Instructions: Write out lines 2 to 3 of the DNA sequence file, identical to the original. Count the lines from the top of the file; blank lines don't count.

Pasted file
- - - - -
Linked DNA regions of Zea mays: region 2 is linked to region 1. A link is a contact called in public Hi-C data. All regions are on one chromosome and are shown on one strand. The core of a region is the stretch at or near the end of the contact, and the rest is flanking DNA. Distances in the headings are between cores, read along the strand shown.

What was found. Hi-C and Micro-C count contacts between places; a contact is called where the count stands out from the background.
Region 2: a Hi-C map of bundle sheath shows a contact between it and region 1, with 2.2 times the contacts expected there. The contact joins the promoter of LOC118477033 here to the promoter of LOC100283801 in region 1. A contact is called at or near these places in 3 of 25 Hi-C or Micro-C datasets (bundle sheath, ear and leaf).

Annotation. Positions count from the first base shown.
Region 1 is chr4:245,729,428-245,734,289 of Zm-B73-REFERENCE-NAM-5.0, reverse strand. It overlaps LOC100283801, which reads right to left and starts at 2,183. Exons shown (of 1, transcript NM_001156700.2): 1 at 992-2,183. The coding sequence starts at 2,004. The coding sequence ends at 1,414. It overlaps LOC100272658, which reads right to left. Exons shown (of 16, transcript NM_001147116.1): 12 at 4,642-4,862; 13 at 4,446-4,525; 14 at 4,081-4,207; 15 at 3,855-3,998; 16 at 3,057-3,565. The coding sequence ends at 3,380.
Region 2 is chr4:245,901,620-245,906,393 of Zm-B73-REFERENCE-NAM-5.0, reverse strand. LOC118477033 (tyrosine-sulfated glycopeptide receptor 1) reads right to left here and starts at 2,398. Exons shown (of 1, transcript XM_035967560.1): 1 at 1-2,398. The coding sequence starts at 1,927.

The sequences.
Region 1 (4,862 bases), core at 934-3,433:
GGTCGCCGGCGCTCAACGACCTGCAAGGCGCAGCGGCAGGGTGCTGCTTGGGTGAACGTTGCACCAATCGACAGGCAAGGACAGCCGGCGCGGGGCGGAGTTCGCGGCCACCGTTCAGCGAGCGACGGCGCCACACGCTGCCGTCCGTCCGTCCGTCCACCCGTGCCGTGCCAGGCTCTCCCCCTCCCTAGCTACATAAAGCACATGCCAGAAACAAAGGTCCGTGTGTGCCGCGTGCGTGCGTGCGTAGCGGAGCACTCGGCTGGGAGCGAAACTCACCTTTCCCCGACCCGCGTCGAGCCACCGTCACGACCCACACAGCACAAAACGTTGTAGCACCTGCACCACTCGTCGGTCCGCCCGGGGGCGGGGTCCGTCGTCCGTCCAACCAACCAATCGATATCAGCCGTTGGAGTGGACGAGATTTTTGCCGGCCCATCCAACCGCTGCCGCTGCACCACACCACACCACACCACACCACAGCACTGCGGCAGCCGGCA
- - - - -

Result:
What was found. Hi-C and Micro-C count contacts between places; a contact is called where the count stands out from the background.
Region 2: a Hi-C map of bundle sheath shows a contact between it and region 1, with 2.2 times the contacts expected there. The contact joins the promoter of LOC118477033 here to the promoter of LOC100283801 in region 1. A contact is called at or near these places in 3 of 25 Hi-C or Micro-C datasets (bundle sheath, ear and leaf).